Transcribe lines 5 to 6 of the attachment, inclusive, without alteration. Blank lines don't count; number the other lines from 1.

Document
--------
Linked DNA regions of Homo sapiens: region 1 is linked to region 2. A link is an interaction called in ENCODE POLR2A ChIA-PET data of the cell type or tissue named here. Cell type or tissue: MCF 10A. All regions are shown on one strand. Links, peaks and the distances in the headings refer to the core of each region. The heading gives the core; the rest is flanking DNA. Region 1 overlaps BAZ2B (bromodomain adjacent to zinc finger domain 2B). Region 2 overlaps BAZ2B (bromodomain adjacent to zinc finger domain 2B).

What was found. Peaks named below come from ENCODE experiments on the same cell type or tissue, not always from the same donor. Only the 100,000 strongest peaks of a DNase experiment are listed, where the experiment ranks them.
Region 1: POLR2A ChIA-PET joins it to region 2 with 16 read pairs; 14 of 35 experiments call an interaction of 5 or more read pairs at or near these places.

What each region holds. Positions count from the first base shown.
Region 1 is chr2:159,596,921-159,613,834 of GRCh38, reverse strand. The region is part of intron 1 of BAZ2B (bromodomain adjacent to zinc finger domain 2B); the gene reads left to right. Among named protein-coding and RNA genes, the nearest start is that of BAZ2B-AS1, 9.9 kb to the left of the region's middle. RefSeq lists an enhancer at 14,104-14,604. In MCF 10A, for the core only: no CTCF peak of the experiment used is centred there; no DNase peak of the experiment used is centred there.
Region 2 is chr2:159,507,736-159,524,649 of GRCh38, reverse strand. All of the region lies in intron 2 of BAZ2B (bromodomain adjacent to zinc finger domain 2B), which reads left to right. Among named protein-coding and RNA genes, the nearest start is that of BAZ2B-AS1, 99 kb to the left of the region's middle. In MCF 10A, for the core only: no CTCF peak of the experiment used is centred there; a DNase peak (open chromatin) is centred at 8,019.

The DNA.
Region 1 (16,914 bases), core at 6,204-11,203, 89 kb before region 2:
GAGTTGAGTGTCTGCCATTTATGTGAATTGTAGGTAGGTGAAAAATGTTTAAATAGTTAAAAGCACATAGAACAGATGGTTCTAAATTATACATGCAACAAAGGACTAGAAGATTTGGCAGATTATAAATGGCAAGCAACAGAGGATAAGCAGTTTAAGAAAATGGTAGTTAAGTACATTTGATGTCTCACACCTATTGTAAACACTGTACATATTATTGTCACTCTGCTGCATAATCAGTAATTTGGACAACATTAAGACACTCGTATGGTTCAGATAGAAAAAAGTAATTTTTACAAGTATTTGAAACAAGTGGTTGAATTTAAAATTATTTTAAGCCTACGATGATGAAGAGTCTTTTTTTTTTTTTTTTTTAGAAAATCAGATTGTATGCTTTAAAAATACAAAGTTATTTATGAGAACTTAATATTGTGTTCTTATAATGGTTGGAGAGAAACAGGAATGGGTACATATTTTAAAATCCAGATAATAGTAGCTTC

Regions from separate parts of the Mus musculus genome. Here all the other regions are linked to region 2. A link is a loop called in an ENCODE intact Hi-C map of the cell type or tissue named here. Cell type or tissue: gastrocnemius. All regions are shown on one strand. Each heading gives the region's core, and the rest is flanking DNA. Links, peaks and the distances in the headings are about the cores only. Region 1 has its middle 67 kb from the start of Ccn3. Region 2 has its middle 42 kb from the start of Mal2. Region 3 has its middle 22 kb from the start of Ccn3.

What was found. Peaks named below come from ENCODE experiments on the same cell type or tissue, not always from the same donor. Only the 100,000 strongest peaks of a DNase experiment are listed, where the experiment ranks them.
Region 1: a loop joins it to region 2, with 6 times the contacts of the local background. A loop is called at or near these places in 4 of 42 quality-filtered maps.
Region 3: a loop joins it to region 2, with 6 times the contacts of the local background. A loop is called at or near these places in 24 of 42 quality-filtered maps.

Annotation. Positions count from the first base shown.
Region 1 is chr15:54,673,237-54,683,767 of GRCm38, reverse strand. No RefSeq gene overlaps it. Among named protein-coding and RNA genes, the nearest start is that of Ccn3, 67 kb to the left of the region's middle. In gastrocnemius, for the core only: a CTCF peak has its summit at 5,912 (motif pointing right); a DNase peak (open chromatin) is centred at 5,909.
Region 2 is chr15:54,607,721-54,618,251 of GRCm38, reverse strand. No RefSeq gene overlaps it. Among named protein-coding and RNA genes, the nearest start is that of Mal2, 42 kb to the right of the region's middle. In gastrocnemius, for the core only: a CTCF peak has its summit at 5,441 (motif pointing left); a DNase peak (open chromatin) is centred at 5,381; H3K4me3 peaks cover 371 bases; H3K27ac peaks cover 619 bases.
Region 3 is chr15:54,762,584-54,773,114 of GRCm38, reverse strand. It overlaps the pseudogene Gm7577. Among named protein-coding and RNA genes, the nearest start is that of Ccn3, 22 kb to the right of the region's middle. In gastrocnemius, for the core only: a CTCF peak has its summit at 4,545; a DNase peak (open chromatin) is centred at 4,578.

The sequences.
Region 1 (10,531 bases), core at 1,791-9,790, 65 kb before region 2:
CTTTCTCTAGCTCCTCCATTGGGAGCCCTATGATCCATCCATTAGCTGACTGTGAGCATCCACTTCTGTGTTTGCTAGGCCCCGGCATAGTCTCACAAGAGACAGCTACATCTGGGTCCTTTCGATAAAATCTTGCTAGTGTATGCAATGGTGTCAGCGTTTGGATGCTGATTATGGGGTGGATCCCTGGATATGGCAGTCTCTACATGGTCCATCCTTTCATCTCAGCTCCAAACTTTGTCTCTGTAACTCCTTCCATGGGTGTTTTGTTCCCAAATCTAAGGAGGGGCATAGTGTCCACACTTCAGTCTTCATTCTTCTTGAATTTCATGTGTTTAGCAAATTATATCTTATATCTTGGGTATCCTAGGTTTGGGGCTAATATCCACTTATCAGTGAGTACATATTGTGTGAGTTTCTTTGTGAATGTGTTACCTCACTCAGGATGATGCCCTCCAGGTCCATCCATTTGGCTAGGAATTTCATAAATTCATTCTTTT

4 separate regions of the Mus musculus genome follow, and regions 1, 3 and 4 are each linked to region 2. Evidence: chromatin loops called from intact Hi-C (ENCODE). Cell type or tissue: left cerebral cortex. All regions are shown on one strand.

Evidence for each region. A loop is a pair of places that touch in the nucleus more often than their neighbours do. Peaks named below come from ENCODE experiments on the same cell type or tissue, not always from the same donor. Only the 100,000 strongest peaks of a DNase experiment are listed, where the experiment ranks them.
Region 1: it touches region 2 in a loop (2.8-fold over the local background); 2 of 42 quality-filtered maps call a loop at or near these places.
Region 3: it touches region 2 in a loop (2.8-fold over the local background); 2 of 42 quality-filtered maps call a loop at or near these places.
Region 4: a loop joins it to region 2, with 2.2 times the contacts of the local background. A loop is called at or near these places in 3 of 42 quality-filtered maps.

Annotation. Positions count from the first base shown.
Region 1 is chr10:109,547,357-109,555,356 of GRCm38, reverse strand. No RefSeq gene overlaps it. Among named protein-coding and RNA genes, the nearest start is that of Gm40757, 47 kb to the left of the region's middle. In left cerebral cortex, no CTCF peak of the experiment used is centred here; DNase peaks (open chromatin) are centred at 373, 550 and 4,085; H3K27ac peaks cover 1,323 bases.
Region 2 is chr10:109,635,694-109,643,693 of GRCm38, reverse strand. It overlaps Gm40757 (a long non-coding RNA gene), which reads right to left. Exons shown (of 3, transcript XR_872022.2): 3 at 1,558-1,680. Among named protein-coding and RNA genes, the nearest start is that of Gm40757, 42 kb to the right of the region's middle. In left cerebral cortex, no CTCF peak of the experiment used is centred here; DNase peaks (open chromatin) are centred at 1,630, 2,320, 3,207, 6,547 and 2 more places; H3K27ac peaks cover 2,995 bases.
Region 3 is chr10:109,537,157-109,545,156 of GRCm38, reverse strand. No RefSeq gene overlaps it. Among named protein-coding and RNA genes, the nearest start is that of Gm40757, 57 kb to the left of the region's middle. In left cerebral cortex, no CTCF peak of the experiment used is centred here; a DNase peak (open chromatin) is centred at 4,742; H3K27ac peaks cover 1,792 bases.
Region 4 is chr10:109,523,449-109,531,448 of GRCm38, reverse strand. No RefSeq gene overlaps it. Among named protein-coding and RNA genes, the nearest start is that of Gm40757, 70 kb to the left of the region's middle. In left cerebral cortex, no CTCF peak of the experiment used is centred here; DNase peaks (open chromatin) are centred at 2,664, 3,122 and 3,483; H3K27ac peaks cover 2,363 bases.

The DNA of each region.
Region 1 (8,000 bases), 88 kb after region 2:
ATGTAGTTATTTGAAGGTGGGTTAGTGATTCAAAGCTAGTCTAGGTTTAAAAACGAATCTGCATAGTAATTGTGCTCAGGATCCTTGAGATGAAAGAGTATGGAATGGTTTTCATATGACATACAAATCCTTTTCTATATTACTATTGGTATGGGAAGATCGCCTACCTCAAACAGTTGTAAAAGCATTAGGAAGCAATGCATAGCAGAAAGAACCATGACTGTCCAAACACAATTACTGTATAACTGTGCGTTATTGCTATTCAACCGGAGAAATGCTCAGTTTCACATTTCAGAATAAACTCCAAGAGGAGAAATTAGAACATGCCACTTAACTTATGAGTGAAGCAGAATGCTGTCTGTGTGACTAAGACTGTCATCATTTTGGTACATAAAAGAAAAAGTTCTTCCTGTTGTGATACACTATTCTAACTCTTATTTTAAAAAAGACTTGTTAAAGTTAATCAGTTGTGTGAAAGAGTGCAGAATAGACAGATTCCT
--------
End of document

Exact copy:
Region 1 is chr2:159,596,921-159,613,834 of GRCh38, reverse strand. The region is part of intron 1 of BAZ2B (bromodomain adjacent to zinc finger domain 2B); the gene reads left to right. Among named protein-coding and RNA genes, the nearest start is that of BAZ2B-AS1, 9.9 kb to the left of the region's middle. RefSeq lists an enhancer at 14,104-14,604. In MCF 10A, for the core only: no CTCF peak of the experiment used is centred there; no DNase peak of the experiment used is centred there.
Region 2 is chr2:159,507,736-159,524,649 of GRCh38, reverse strand. All of the region lies in intron 2 of BAZ2B (bromodomain adjacent to zinc finger domain 2B), which reads left to right. Among named protein-coding and RNA genes, the nearest start is that of BAZ2B-AS1, 99 kb to the left of the region's middle. In MCF 10A, for the core only: no CTCF peak of the experiment used is centred there; a DNase peak (open chromatin) is centred at 8,019.